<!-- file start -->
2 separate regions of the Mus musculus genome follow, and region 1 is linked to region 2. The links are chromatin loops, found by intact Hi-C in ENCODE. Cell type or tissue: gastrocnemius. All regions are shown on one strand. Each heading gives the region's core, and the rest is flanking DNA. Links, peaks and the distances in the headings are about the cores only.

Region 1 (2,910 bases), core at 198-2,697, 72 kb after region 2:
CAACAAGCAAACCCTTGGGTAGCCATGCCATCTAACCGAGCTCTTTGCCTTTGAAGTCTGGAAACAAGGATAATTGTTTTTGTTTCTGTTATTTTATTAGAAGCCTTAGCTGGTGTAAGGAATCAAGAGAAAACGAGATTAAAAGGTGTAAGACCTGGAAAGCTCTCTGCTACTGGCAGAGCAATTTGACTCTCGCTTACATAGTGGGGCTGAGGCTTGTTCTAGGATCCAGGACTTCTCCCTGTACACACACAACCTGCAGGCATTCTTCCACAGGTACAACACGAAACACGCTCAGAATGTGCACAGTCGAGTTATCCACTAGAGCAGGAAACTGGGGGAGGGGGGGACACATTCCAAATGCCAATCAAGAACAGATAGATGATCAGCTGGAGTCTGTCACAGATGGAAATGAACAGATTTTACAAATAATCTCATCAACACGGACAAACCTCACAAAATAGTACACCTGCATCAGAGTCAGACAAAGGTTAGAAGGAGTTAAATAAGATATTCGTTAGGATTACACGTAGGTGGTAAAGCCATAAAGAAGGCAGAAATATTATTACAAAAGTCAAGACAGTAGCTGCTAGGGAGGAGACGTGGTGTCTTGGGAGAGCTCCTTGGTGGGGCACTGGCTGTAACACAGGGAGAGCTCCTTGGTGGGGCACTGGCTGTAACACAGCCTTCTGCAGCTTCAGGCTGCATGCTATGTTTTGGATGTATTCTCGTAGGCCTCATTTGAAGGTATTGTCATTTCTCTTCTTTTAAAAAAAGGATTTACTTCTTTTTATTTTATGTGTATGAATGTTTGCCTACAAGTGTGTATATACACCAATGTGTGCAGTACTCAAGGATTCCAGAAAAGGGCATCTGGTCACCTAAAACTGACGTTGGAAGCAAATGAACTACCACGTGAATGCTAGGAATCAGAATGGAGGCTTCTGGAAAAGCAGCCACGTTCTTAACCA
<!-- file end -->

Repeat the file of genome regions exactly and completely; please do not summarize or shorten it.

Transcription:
2 separate regions of the Mus musculus genome follow, and region 1 is linked to region 2. The links are chromatin loops, found by intact Hi-C in ENCODE. Cell type or tissue: gastrocnemius. All regions are shown on one strand. Each heading gives the region's core, and the rest is flanking DNA. Links, peaks and the distances in the headings are about the cores only.

Region 1 (2,910 bases), core at 198-2,697, 72 kb after region 2:
CAACAAGCAAACCCTTGGGTAGCCATGCCATCTAACCGAGCTCTTTGCCTTTGAAGTCTGGAAACAAGGATAATTGTTTTTGTTTCTGTTATTTTATTAGAAGCCTTAGCTGGTGTAAGGAATCAAGAGAAAACGAGATTAAAAGGTGTAAGACCTGGAAAGCTCTCTGCTACTGGCAGAGCAATTTGACTCTCGCTTACATAGTGGGGCTGAGGCTTGTTCTAGGATCCAGGACTTCTCCCTGTACACACACAACCTGCAGGCATTCTTCCACAGGTACAACACGAAACACGCTCAGAATGTGCACAGTCGAGTTATCCACTAGAGCAGGAAACTGGGGGAGGGGGGGACACATTCCAAATGCCAATCAAGAACAGATAGATGATCAGCTGGAGTCTGTCACAGATGGAAATGAACAGATTTTACAAATAATCTCATCAACACGGACAAACCTCACAAAATAGTACACCTGCATCAGAGTCAGACAAAGGTTAGAAGGAGTTAAATAAGATATTCGTTAGGATTACACGTAGGTGGTAAAGCCATAAAGAAGGCAGAAATATTATTACAAAAGTCAAGACAGTAGCTGCTAGGGAGGAGACGTGGTGTCTTGGGAGAGCTCCTTGGTGGGGCACTGGCTGTAACACAGGGAGAGCTCCTTGGTGGGGCACTGGCTGTAACACAGCCTTCTGCAGCTTCAGGCTGCATGCTATGTTTTGGATGTATTCTCGTAGGCCTCATTTGAAGGTATTGTCATTTCTCTTCTTTTAAAAAAAGGATTTACTTCTTTTTATTTTATGTGTATGAATGTTTGCCTACAAGTGTGTATATACACCAATGTGTGCAGTACTCAAGGATTCCAGAAAAGGGCATCTGGTCACCTAAAACTGACGTTGGAAGCAAATGAACTACCACGTGAATGCTAGGAATCAGAATGGAGGCTTCTGGAAAAGCAGCCACGTTCTTAACCA